Some years ago*, I read Now, Discover Your Strengths by Marcus Buckingham and Donald O. Clifton, and took the StrengthsFinder assessment. Subsequently, I read StrengthsFinder 2.0 by Tom Rath and did it again.
Though the results differed a bit, they were very close. Through this process, I connected with Candace Fitzpatrick—founder and CEO of CoreClarity—who, to show me how this all worked, gave me the gift of my CoreClarity Pyramid (further outlining my talents and how to better utilize them). In the March edition of Friday With Joan, I explain why I think focusing on strengths in our work (and in interviews) is invaluable.
This interview with Candace and her associate, Gary Rifkin, is an expansion of the understanding of why knowing and employing your talents and strengths individually and in a team and company setting can make a difference.
To differ from what the general public thinks and how the terms are used, I am capitalizing “Strengths” or using “talents” when it refers to the study and practice that CoreClarity focuses on; and using lower case “strengths” when it is how individuals think of the term and its use.
1. To help others know more about each of you, a bit of background please.
Candace Fitzpatrick, founder and CEO of CoreClarity, Inc., has spent the last 13 years developing and perfecting a framework to understand and teach the more than 33 million potential combinations of the Clifton StrengthsFinder® assessment. By adding color and categorization to the 34 talent themes, she brings the five talents alive. She also created the In-Powering People & Teams (IPPT) program to help individuals and teams understand themselves and each other better, and to give them a common language so they can communicate more effectively and concisely.
A lifelong learner, Candace earned an MBA with honors from the Cox School of Business at Southern Methodist University and a BA in Physics from Texas A&M University. She is a member of the National Speakers Association and holds the Certified Speaking Professional designation.
Gary Rifkin, chief learning officer for CoreClarity, earned undergrad and graduate degrees from Penn State University and Bowling Green State University. He has been a highly motivating speech coach for decades, helping people shine on the stage by crafting content-rich presentations that inspire listeners to action.
He is a past-president of the North Texas Chapter of the National Speakers Association (NSA) and currently serves as the chair of NSA’s Academy for Professional Speaking. Gary has earned the designation of Certified Speaking Professional, and in July of 2015 received the highest honor in the National Speakers Association: the Cavett Award. It is presented annually to the member whose accomplishments over the years have reflected outstanding credit, respect, honor and admiration in the association and the speaking profession, and whose actions (in terms of sharing, guiding and inspiring other members) most closely parallel the illustrious career of NSA Founder Cavett Robert.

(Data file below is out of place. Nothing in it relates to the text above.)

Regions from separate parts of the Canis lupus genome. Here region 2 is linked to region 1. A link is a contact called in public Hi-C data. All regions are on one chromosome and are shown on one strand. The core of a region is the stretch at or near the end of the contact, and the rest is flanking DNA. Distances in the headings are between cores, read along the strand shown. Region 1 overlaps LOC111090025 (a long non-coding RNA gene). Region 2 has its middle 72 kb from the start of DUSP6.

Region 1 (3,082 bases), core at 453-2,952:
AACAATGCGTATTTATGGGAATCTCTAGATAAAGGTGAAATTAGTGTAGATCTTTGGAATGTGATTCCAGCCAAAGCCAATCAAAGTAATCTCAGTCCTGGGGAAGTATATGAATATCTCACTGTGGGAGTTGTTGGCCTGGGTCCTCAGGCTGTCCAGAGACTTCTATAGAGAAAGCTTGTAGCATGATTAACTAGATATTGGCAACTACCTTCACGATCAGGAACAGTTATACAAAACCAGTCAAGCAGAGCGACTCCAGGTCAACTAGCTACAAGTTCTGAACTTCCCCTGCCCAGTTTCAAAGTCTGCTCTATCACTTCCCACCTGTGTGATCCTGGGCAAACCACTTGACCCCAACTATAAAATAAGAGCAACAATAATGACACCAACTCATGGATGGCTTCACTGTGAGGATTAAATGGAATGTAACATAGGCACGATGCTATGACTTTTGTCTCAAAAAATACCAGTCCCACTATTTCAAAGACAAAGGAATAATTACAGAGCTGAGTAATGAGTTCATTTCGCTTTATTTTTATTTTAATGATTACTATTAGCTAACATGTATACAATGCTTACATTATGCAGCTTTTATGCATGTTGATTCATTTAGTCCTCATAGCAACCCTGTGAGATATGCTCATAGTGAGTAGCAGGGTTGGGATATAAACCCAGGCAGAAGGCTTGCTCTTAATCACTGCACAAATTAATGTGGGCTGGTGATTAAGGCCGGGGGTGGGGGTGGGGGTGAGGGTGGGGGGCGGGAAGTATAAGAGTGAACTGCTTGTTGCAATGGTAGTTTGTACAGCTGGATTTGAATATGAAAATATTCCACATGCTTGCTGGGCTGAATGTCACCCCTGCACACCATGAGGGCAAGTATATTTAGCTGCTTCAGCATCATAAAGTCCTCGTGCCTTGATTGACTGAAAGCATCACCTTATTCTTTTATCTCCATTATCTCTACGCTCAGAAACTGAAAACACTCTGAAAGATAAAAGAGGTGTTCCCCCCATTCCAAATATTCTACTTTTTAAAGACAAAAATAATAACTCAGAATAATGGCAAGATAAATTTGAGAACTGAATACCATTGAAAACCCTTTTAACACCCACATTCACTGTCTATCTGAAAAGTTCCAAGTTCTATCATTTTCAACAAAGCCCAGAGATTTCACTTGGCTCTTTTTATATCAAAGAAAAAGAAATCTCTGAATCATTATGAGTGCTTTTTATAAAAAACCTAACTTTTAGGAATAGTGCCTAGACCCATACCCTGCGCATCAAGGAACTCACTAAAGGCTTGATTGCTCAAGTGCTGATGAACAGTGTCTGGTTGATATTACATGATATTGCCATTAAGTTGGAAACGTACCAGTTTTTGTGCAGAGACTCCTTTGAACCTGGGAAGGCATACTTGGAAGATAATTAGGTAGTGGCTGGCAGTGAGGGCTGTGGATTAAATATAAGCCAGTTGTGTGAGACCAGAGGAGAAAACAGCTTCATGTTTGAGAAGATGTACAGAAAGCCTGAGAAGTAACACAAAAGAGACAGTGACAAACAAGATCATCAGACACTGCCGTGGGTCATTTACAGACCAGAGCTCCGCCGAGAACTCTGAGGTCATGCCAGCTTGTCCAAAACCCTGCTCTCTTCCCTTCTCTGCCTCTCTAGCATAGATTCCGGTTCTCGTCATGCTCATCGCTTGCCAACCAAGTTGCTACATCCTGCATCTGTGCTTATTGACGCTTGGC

2. Candace, you were a very early adopter of what Buckingham and Clifton called the “Strengths Revolution.” How did you come to it and it to you?
Candace: In 2001, I went back to school for my MBA, convinced I had no marketable skills after spending the previous five years of a 10-year stint in abject misery. What had started as my dream job—one that I had actually crafted and created to fulfill someone else’s dream—had turned into a nightmare. I felt that an MBA would give me the credentials I needed to reinvent myself and get me out of a dead-end career in an industry that I had come to hate.
Going back to school was such a kick for me! Graduation day was the worst day of the program—I was determined to not let the learning end. At a bookstore after the ceremony, I decided to buy some of the 78 books business leaders we had interviewed recommended. To ward off the depression we had been warned would occur at the end of the program [sounds like planners’ post-meeting depression!], I decided to read every one of those books, then decide what I was going to do next. Now, Discover Your Strengths was the first.
After taking the [StrengthsFinder] assessment, I checked it with my parents, who said this was who I’d been all my life! It seems I had been fighting to be someone else.
I was hooked! I convinced everyone I could to buy the book, take the assessment, and then talk to me about what their talents meant to them.
I was relentless in my pursuit of information and data. I read everything that Gallup had published. I was in the process of dividing the talents into four quadrants when I read their next book, Follow This Path, by Curt Coffman and Gabriel Gonzalez-Molina, in which they divided the talents into four different categories.
While the way Gallup went with the division of talents was not where I was going, I decided to adopt their four categories. After all, this was Gallup-generated material, who was I to go against their lead?
In working with clients, though, I realized that the names Gallup used for the categories were not going to work, so I created ones that were more understandable. I also saw that each category had something in common with two of the other three categories and created the CoreClarity Key, to which I added color to make the talents and quadrants pop visually. To graphically show how the five talents were distributed in four quadrants, the CoreDrill was born.
In different settings, the programs to use these tools were developed and delivered to great acceptance. From that start, we’ve been refining the tools and delivery.
3. Gary, you joined CoreClarity later. What brought you to the belief in what I call the “power of strengths?”
Gary: I met Candace around 2009 through the local chapter of the National Speakers Association. As she had done with everyone else she’d ever met, she asked me if I’d taken the [StrengthsFinder] assessment. I’d bought the book a few years earlier, found my results and sent my top five talents to Candace. We met so she could show me how it all fit in the CoreClarity framework. I was immediately intrigued and could see how I could use it in my work.
In late 2010, Candace urged me to attend the Facilitator Training so that I could become CoreClarity Certified. I was totally hooked on CoreClarity. At the end of the final day of the class, I told Candace I couldn’t wait to start using this. The day after the training, Candace called: “Did you mean it when you said you want to do this? Might you want to help out with (delivering the program)?” My “Positivity” was in overdrive and I emphatically said yes! I knew I would LOVE to. I joined CoreClarity as a contractor in January, 2011 and in late February, was co-facilitating the week-long program!